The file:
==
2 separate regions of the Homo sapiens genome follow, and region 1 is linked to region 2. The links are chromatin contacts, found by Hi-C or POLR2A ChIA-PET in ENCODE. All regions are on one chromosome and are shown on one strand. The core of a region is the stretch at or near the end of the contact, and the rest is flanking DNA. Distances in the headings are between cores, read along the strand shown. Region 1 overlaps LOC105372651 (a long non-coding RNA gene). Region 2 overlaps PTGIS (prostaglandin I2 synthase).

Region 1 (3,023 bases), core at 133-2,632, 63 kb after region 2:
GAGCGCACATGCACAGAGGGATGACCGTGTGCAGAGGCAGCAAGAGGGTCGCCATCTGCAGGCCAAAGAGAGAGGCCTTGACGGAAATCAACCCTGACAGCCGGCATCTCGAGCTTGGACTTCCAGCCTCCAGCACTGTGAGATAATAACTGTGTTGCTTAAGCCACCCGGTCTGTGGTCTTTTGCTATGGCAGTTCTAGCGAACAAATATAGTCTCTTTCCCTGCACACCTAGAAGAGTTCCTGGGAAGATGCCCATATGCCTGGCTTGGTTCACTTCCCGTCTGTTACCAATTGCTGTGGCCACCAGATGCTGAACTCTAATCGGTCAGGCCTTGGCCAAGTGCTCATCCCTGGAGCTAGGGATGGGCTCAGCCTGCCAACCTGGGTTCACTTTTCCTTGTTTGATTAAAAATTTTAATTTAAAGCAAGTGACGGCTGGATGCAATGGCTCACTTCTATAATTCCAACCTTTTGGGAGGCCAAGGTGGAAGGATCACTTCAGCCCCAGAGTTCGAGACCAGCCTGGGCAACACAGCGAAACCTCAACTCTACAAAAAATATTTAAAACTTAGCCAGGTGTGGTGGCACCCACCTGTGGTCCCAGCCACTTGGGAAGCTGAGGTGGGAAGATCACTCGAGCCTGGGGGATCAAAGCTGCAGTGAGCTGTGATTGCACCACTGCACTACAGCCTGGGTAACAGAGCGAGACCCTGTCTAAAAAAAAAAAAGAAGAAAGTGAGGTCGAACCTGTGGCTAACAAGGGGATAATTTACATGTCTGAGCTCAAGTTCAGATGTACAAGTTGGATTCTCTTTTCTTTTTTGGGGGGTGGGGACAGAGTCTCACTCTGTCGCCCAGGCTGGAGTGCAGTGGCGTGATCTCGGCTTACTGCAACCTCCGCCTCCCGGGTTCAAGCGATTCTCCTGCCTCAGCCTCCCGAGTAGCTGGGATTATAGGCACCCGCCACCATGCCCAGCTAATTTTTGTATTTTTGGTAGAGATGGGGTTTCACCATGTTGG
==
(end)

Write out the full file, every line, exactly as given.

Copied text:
2 separate regions of the Homo sapiens genome follow, and region 1 is linked to region 2. The links are chromatin contacts, found by Hi-C or POLR2A ChIA-PET in ENCODE. All regions are on one chromosome and are shown on one strand. The core of a region is the stretch at or near the end of the contact, and the rest is flanking DNA. Distances in the headings are between cores, read along the strand shown. Region 1 overlaps LOC105372651 (a long non-coding RNA gene). Region 2 overlaps PTGIS (prostaglandin I2 synthase).

Region 1 (3,023 bases), core at 133-2,632, 63 kb after region 2:
GAGCGCACATGCACAGAGGGATGACCGTGTGCAGAGGCAGCAAGAGGGTCGCCATCTGCAGGCCAAAGAGAGAGGCCTTGACGGAAATCAACCCTGACAGCCGGCATCTCGAGCTTGGACTTCCAGCCTCCAGCACTGTGAGATAATAACTGTGTTGCTTAAGCCACCCGGTCTGTGGTCTTTTGCTATGGCAGTTCTAGCGAACAAATATAGTCTCTTTCCCTGCACACCTAGAAGAGTTCCTGGGAAGATGCCCATATGCCTGGCTTGGTTCACTTCCCGTCTGTTACCAATTGCTGTGGCCACCAGATGCTGAACTCTAATCGGTCAGGCCTTGGCCAAGTGCTCATCCCTGGAGCTAGGGATGGGCTCAGCCTGCCAACCTGGGTTCACTTTTCCTTGTTTGATTAAAAATTTTAATTTAAAGCAAGTGACGGCTGGATGCAATGGCTCACTTCTATAATTCCAACCTTTTGGGAGGCCAAGGTGGAAGGATCACTTCAGCCCCAGAGTTCGAGACCAGCCTGGGCAACACAGCGAAACCTCAACTCTACAAAAAATATTTAAAACTTAGCCAGGTGTGGTGGCACCCACCTGTGGTCCCAGCCACTTGGGAAGCTGAGGTGGGAAGATCACTCGAGCCTGGGGGATCAAAGCTGCAGTGAGCTGTGATTGCACCACTGCACTACAGCCTGGGTAACAGAGCGAGACCCTGTCTAAAAAAAAAAAAGAAGAAAGTGAGGTCGAACCTGTGGCTAACAAGGGGATAATTTACATGTCTGAGCTCAAGTTCAGATGTACAAGTTGGATTCTCTTTTCTTTTTTGGGGGGTGGGGACAGAGTCTCACTCTGTCGCCCAGGCTGGAGTGCAGTGGCGTGATCTCGGCTTACTGCAACCTCCGCCTCCCGGGTTCAAGCGATTCTCCTGCCTCAGCCTCCCGAGTAGCTGGGATTATAGGCACCCGCCACCATGCCCAGCTAATTTTTGTATTTTTGGTAGAGATGGGGTTTCACCATGTTGG